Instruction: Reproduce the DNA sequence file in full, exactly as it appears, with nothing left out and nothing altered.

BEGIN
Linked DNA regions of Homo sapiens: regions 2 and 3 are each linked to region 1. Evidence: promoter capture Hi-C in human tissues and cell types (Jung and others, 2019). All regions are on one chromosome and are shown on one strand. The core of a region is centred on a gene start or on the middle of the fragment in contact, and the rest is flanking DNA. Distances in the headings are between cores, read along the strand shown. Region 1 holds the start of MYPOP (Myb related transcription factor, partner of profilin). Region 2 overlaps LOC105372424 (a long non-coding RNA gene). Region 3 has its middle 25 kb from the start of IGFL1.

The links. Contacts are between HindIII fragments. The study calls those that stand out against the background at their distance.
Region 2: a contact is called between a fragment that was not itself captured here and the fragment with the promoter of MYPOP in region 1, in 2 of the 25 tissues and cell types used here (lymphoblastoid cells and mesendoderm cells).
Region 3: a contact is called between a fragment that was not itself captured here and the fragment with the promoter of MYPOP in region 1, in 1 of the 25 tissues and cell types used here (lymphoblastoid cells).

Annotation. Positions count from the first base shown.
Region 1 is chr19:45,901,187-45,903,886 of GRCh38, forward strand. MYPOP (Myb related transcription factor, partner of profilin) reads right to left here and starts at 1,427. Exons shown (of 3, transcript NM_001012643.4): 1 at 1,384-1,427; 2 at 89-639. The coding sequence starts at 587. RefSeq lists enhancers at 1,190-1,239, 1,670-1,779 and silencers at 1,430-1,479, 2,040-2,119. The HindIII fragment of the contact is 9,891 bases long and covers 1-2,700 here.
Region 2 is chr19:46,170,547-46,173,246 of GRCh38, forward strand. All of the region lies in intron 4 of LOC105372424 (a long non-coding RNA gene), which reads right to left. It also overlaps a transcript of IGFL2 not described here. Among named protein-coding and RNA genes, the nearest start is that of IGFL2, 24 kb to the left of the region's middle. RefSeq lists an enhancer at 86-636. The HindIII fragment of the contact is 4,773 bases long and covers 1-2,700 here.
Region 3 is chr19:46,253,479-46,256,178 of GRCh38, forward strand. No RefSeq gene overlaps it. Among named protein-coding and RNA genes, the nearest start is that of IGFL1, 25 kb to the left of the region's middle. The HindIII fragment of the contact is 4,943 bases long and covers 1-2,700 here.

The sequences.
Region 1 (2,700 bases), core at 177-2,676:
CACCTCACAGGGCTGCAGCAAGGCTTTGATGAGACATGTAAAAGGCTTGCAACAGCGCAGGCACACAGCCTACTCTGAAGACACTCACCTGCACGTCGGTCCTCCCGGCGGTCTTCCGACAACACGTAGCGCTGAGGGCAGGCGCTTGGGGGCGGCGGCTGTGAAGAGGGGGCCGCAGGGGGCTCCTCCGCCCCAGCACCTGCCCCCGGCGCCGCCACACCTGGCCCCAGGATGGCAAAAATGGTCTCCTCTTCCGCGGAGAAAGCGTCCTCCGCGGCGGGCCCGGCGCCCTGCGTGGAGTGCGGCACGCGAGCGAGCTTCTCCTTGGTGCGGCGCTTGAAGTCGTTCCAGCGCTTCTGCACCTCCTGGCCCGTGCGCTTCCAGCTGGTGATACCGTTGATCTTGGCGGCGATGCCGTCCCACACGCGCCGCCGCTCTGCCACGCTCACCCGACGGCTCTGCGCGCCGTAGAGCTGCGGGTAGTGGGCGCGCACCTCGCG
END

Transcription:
Linked DNA regions of Homo sapiens: regions 2 and 3 are each linked to region 1. Evidence: promoter capture Hi-C in human tissues and cell types (Jung and others, 2019). All regions are on one chromosome and are shown on one strand. The core of a region is centred on a gene start or on the middle of the fragment in contact, and the rest is flanking DNA. Distances in the headings are between cores, read along the strand shown. Region 1 holds the start of MYPOP (Myb related transcription factor, partner of profilin). Region 2 overlaps LOC105372424 (a long non-coding RNA gene). Region 3 has its middle 25 kb from the start of IGFL1.

The links. Contacts are between HindIII fragments. The study calls those that stand out against the background at their distance.
Region 2: a contact is called between a fragment that was not itself captured here and the fragment with the promoter of MYPOP in region 1, in 2 of the 25 tissues and cell types used here (lymphoblastoid cells and mesendoderm cells).
Region 3: a contact is called between a fragment that was not itself captured here and the fragment with the promoter of MYPOP in region 1, in 1 of the 25 tissues and cell types used here (lymphoblastoid cells).

Annotation. Positions count from the first base shown.
Region 1 is chr19:45,901,187-45,903,886 of GRCh38, forward strand. MYPOP (Myb related transcription factor, partner of profilin) reads right to left here and starts at 1,427. Exons shown (of 3, transcript NM_001012643.4): 1 at 1,384-1,427; 2 at 89-639. The coding sequence starts at 587. RefSeq lists enhancers at 1,190-1,239, 1,670-1,779 and silencers at 1,430-1,479, 2,040-2,119. The HindIII fragment of the contact is 9,891 bases long and covers 1-2,700 here.
Region 2 is chr19:46,170,547-46,173,246 of GRCh38, forward strand. All of the region lies in intron 4 of LOC105372424 (a long non-coding RNA gene), which reads right to left. It also overlaps a transcript of IGFL2 not described here. Among named protein-coding and RNA genes, the nearest start is that of IGFL2, 24 kb to the left of the region's middle. RefSeq lists an enhancer at 86-636. The HindIII fragment of the contact is 4,773 bases long and covers 1-2,700 here.
Region 3 is chr19:46,253,479-46,256,178 of GRCh38, forward strand. No RefSeq gene overlaps it. Among named protein-coding and RNA genes, the nearest start is that of IGFL1, 25 kb to the left of the region's middle. The HindIII fragment of the contact is 4,943 bases long and covers 1-2,700 here.

The sequences.
Region 1 (2,700 bases), core at 177-2,676:
CACCTCACAGGGCTGCAGCAAGGCTTTGATGAGACATGTAAAAGGCTTGCAACAGCGCAGGCACACAGCCTACTCTGAAGACACTCACCTGCACGTCGGTCCTCCCGGCGGTCTTCCGACAACACGTAGCGCTGAGGGCAGGCGCTTGGGGGCGGCGGCTGTGAAGAGGGGGCCGCAGGGGGCTCCTCCGCCCCAGCACCTGCCCCCGGCGCCGCCACACCTGGCCCCAGGATGGCAAAAATGGTCTCCTCTTCCGCGGAGAAAGCGTCCTCCGCGGCGGGCCCGGCGCCCTGCGTGGAGTGCGGCACGCGAGCGAGCTTCTCCTTGGTGCGGCGCTTGAAGTCGTTCCAGCGCTTCTGCACCTCCTGGCCCGTGCGCTTCCAGCTGGTGATACCGTTGATCTTGGCGGCGATGCCGTCCCACACGCGCCGCCGCTCTGCCACGCTCACCCGACGGCTCTGCGCGCCGTAGAGCTGCGGGTAGTGGGCGCGCACCTCGCG